Digital economy will make EU stronger

25 October 2013, Last updated at, 11:37 EET
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author: R. Dačkus

President Dalia Grybauskaitė is attending a European Council meeting to discuss the best possible use of the opportunities offered by the EU digital market. The Digital Single Market is expected to be completed by 2015. It stands as a key priority on the Lithuanian EU Presidency agenda.

"At the present moment the EU is searching for ways to boost economic growth. In this respect, the digital market has a huge potential which is not yet used to full extent. The removal of barriers in this market will open more opportunities for both businesses and consumers. A full digital market can add considerably the EU's GDP growth," the President said.
 
The implementation of digital initiatives will provide Europeans with more opportunities: e-trade will build up, coordinated rules will advance investment across the European Union, and more public procurement will be done on the Internet. In this area, Lithuania is a leader in the EU: almost 90 percent of its total public procurement is carried out electronically. As competition increases, the quality of digital services will improve and their prices will go down.
 
The President underlined that it was also essential to place special focus on training a skilled IT workforce. There are estimated 300,000 vacancies in the EU's IT sector, with a shortage of 6,000 specialists in Lithuania alone. It is important to improve the digital skills of Europeans and to upgrade IT studies. In Europe and in Lithuania, new initiatives are developed to deal with the most urgent issues of digital training.
 
In the process of establishing the EU's digital market, it is also important to make people feel secure in the e-space. It is essential to agree on European common personal data protection standards and on measures to ensure cyber security. The President emphasized that it was critical to find the right balance between personal data protection and regulation in this sector.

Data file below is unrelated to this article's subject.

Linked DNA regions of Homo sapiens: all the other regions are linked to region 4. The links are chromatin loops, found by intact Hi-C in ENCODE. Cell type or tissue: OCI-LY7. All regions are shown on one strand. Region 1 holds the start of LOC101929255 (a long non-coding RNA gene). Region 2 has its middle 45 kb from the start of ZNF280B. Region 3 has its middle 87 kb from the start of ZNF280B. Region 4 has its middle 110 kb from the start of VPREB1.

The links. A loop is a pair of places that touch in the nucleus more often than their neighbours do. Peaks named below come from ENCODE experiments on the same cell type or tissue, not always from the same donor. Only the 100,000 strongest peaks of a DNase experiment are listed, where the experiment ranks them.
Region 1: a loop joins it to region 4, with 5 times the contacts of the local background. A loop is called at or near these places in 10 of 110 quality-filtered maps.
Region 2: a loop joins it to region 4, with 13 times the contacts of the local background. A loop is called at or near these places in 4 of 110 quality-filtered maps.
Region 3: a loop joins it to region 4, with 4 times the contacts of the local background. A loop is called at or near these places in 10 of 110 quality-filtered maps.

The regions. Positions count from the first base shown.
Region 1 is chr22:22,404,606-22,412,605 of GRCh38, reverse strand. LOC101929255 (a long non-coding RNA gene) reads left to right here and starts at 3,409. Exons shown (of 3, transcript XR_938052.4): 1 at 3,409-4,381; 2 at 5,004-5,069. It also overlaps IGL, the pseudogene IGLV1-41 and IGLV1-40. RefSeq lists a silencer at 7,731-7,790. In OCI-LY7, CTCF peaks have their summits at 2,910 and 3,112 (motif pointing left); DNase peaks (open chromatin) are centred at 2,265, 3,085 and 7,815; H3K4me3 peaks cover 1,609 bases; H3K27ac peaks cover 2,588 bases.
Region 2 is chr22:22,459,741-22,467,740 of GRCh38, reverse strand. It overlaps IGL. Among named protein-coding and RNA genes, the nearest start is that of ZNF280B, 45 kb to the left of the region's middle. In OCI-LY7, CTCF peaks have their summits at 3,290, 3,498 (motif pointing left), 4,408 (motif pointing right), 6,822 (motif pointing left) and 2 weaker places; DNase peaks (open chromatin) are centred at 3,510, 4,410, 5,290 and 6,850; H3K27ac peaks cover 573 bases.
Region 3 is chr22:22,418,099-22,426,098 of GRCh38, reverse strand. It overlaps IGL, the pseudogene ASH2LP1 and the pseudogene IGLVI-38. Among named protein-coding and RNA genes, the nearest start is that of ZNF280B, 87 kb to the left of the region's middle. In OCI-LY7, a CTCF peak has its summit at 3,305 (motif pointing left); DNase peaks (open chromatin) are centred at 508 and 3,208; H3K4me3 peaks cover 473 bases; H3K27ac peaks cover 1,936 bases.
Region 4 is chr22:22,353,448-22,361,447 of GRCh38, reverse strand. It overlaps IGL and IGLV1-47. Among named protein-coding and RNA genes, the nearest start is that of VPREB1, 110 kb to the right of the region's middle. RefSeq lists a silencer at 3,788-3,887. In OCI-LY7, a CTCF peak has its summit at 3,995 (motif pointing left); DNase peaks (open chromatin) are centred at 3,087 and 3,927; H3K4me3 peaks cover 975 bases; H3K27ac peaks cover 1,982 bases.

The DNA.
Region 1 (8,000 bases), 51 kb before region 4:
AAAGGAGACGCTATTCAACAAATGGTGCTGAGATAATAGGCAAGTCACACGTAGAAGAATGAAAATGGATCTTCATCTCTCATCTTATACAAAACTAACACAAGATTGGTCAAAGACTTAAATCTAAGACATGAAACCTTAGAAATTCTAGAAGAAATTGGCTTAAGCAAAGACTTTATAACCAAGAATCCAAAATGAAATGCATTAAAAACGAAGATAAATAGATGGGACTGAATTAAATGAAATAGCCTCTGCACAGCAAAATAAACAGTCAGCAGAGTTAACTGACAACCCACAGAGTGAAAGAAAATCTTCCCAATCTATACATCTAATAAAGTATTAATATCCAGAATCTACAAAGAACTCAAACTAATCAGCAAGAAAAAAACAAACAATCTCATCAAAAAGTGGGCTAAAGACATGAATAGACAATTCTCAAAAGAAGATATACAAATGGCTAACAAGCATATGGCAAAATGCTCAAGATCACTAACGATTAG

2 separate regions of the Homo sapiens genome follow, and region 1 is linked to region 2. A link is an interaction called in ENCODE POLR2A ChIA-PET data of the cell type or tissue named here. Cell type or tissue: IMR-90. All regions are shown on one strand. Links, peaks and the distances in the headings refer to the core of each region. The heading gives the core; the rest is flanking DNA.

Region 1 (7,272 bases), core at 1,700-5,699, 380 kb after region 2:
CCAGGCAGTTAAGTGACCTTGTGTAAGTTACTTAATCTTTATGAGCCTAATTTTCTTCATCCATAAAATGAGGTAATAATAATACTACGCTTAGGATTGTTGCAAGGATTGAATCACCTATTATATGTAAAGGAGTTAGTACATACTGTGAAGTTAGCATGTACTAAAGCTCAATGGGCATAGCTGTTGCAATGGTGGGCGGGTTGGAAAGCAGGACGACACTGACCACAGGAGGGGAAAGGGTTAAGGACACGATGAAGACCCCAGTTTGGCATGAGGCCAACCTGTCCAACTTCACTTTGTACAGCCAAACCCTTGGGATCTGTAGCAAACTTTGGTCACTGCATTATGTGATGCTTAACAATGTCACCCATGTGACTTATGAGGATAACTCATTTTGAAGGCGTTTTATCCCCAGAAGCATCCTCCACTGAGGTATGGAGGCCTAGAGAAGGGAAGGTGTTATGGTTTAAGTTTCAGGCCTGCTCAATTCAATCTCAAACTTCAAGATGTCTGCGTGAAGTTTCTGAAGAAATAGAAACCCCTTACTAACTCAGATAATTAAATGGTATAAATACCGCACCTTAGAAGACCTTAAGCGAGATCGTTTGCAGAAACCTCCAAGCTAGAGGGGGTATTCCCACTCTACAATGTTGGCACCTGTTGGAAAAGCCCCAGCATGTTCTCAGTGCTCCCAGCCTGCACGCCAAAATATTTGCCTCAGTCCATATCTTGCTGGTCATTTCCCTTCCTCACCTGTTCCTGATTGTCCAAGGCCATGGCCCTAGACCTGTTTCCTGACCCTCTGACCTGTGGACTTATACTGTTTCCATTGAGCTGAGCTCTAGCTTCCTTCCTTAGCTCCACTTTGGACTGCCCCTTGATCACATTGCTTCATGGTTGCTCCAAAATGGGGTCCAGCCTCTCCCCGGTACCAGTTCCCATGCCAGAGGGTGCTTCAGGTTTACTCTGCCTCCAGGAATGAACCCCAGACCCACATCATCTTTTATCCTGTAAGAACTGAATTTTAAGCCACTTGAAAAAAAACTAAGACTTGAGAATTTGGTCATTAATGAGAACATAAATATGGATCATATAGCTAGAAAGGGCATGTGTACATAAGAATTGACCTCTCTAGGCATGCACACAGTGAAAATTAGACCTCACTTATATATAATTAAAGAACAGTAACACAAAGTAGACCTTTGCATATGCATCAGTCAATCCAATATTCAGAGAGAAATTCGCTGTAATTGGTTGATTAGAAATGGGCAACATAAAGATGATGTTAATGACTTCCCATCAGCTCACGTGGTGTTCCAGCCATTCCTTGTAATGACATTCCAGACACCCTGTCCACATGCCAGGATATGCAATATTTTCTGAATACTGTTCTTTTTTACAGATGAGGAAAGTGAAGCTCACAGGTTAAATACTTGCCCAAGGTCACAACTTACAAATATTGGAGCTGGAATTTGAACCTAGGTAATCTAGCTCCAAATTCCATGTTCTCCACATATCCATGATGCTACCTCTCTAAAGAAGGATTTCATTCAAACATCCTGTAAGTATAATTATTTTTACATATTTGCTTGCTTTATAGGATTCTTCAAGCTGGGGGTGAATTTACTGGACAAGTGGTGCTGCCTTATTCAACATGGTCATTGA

According to Dalia Grybauskaitė, it is necessary to invest more into innovations. We need to better connect research with business needs and options as well as to support experimental production. Even though Lithuania invests considerably into developing innovations, they are not always translated into goods. In terms of effective use of funds, Lithuania is among the EU's lag-behinds.
 
On November 6-8, Lithuania will host one of the largest EU Presidency events - the European conference on information and communications technology "ICT2013: Create, Connect, Grow" where European ICT experts will discuss relevant policy issues.
 
The EU leaders also reviewed progress in other initiatives aimed at boosting growth and competitiveness. They discussed combatting youth unemployment, creating the banking union, coordinating economic reforms, and implementing the Services Directive. Among the other issues on the meeting's agenda was the financing of small and medium-sized enterprises.

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